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Nutrition quick tips

Nutrition quick tips

30 minutes

You're far less likely to develop symptoms like reflux or heartburn if you take this much time to eat a meal. In a study by the National Center for Biotechnology Information, volunteers who scarfed their meals down in five minutes were twice as likely to develop reflux symptoms.


50 grams

The amount of sugar in a 16-ounce pumpkin spice latte. That’s 10 teaspoons worth, or the total amount of added sugar you're recommended to have in a day, according to current dietary guidelines. Made with 2 percent milk, the drink also has a whopping 380 calories. Enjoy as an occasional indulgence, but before it becomes a habit, you may want to try a healthier drink.

Some ideas:

  • Ask for the smallest size with one pump of syrup, no whipped cream and a sprinkle of cinnamon.
  • Consider a cappuccino (which uses less milk than a latte) with a pump of pumpkin spice syrup.
  • Order a black coffee with one pump of the pumpkin spice syrup. Add a splash of milk and a sprinkle of cinnamon.

As a guideline, remember one pump of pumpkin spice syrup has 5 grams of sugar and 33 calories.


Crunch into sugar snap peas

Sugar snap peas are rich in vitamin C and a good source of vitamin B6, folate and thiamin. They taste great raw, in salads or as a snack. They are also delicious when lightly cooked. For an easy side dish, blanch for just one minute in boiling water and toss in a light vinaigrette of olive oil and lemon juice.


hungry plus angry equals hangry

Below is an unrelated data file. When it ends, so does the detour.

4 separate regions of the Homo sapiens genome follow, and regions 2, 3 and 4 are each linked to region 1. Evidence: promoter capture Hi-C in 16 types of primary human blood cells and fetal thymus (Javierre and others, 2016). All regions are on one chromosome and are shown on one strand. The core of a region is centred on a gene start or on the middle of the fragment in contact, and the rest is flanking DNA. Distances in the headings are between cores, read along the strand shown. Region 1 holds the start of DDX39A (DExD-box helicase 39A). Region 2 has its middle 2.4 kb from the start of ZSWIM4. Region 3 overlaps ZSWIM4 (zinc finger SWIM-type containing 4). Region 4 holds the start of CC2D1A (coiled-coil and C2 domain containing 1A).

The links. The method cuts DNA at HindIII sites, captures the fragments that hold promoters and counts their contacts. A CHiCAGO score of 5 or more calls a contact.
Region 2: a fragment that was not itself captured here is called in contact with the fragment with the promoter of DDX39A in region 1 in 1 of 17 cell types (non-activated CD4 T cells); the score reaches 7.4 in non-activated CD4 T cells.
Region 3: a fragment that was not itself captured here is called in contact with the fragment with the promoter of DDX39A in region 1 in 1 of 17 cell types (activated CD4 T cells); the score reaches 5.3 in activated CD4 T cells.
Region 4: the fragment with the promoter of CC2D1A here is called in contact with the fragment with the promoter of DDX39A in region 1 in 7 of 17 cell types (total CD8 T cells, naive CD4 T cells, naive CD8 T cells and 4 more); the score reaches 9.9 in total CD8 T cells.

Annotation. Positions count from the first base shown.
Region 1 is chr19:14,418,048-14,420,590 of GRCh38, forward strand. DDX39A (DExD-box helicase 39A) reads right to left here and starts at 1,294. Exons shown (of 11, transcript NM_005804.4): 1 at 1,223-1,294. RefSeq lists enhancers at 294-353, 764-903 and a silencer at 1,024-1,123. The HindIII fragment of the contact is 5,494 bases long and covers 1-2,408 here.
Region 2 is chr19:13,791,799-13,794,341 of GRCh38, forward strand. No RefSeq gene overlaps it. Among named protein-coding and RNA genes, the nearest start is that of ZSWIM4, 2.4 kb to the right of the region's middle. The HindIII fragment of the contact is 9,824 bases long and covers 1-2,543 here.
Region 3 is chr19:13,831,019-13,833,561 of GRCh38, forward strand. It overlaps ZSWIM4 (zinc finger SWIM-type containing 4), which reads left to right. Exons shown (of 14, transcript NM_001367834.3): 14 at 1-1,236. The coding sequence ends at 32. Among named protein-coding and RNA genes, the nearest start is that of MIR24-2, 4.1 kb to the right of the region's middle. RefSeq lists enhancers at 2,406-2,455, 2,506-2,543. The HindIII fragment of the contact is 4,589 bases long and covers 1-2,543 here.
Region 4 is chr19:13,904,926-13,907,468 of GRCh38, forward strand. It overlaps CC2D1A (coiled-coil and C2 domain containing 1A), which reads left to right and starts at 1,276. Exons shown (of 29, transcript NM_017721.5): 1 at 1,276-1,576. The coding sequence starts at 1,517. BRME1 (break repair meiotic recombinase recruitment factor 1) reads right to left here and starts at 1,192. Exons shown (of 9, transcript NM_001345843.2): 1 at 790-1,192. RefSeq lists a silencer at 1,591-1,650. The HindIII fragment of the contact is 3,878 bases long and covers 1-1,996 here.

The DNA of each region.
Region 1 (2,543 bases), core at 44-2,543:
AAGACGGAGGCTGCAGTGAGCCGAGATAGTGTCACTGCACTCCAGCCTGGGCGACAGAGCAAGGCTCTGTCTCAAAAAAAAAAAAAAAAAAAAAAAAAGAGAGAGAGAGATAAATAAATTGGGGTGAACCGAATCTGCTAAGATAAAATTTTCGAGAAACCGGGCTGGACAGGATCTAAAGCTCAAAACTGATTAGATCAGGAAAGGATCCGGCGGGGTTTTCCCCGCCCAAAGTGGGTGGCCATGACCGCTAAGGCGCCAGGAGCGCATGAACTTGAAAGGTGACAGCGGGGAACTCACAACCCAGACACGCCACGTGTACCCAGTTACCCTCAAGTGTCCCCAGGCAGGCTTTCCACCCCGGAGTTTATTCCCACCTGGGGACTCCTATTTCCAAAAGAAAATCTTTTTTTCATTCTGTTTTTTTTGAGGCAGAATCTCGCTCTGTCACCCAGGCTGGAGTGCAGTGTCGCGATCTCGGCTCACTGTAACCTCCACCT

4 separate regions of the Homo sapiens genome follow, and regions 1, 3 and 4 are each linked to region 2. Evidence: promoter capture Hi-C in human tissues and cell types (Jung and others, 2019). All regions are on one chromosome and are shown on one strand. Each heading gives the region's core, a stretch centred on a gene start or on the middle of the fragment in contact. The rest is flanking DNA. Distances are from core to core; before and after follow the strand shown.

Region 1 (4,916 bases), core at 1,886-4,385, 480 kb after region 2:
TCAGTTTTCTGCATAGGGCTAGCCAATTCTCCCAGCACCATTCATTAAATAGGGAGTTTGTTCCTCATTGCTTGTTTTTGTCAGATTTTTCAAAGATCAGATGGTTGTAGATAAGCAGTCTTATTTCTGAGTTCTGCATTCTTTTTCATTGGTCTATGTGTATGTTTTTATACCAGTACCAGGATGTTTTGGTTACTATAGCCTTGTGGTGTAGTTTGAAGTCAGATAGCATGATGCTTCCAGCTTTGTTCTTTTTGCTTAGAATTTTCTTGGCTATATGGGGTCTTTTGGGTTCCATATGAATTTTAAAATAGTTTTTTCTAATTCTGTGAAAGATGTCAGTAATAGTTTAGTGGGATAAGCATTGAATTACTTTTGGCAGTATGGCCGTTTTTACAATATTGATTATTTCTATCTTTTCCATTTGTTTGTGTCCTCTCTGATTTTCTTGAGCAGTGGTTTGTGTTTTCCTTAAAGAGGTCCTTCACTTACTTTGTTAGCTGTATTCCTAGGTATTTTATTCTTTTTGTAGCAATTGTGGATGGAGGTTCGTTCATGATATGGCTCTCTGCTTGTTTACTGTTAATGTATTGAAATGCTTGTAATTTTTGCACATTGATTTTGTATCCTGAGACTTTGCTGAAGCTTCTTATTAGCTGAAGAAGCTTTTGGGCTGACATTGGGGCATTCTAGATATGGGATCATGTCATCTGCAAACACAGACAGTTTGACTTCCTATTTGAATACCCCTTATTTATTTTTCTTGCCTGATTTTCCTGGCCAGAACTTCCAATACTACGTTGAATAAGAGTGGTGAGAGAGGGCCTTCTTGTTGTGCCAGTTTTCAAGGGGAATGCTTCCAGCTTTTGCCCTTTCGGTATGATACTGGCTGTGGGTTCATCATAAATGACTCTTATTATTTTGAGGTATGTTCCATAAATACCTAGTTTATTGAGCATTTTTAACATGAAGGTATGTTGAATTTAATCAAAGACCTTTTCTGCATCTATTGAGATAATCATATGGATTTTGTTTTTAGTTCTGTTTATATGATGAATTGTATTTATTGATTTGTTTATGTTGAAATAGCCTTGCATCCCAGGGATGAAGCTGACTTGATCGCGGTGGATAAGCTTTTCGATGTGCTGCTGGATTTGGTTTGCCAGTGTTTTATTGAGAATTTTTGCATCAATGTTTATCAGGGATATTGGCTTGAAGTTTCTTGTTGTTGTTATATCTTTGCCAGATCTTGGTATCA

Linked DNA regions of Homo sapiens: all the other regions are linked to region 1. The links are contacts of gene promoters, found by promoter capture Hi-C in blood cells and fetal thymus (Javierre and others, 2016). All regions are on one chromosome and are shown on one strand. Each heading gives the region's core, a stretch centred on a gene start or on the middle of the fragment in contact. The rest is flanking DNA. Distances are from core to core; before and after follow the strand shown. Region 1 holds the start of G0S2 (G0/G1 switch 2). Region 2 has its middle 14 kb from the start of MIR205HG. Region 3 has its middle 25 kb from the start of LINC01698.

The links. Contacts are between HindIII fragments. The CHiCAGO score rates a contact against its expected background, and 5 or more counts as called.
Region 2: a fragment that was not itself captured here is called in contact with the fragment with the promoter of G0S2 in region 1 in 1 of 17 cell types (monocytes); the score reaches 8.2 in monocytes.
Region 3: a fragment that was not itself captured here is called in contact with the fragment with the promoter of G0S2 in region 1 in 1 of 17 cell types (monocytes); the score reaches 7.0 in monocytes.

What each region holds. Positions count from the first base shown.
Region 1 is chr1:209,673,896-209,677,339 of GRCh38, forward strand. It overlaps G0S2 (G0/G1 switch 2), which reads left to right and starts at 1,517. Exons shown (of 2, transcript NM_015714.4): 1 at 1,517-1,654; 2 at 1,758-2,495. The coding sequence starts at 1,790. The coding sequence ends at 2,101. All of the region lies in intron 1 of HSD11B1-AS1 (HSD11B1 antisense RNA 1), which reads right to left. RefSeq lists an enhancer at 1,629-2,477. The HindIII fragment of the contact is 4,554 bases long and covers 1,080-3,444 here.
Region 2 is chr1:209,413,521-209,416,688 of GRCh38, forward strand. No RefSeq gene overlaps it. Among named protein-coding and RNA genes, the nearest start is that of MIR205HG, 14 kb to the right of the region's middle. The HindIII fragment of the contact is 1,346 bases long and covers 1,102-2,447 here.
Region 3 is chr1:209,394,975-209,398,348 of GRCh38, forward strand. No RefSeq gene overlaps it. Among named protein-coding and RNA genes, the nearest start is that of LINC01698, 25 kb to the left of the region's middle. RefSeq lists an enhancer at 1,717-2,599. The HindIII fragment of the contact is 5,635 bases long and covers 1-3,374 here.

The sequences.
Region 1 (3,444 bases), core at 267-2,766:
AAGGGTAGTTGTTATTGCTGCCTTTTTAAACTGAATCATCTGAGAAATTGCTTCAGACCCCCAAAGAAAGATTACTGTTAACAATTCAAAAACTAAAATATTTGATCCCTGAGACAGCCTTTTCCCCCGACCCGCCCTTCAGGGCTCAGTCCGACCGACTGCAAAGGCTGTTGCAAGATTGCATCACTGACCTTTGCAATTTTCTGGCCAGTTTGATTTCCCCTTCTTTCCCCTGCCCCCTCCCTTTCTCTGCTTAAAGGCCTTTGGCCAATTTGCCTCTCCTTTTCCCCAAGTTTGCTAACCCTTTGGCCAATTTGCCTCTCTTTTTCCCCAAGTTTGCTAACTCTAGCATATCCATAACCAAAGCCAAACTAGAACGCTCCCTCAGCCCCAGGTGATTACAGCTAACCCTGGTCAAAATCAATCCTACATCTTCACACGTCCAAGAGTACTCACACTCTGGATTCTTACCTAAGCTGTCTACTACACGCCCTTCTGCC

It's not all in your head

New research confirms that the crankiness you feel when you're hungry is real. One study of married couples shows that those with lower blood sugar felt more hostile toward their spouses who had normal blood sugar levels. Another study found that boosting blood sugar levels to "normal" in college students lessened aggressive behavior. Glucose fuels the brain. So it's likely that if you're feeling ornery, you don't have enough brainpower to keep your emotions in check.

Source: Proceedings of the National Academy of Sciences


Does the word "healthy" = eat more?

Turns out nutritious claims on the packaging of your favorite snack foods may cause you to overeat. In one study, volunteers ate more than twice as much popcorn when the labeling suggested it was healthy.

Source: Journal of the Association for Consumer Research, January 2016


Order that decaf

Caffeine in moderation is ok for most people, but overdoing it can lead to insomnia, rapid heartbeat, anxiety, dehydration and stomach issues. According to the latest Dietary Guidelines for Americans, up to 400 mg of caffeine per day (the amount in two to four 8-ounce cups of coffee) can be part of a healthy diet for adults. The Food and Drug Administration says 600 mg per day is too much.


120%

The amount of vitamin C you'll get in just one 3-ounce serving of broccoli slaw.

Dinner (or lunch) is in the bag with this pre-washed, pre-cut mix of broccoli stems, carrots, and red cabbage. At only 25 calories per serving, you can't go wrong. Use it in a variety of ways:

  • As a crisp garnish for tacos
  • As the main vegetable in a stir fry
  • As a filling for sandwiches or wraps
  • As a substitute for pasta or rice
  • As a salad (instead of lettuce) with oil, vinegar, salt and pepper

54%

Kids ate this much more fruits and vegetables at lunch when they had recess first, compared to kids who ate first and played later.

Researchers think that playing first makes kids hungrier. Also, when recess is first, kids are less likely to race through lunch in order to have more play time with their friends. An added bonus of recess before lunch is a 29 percent reduction in food waste.

Source: Brigham Young University and Cornell University

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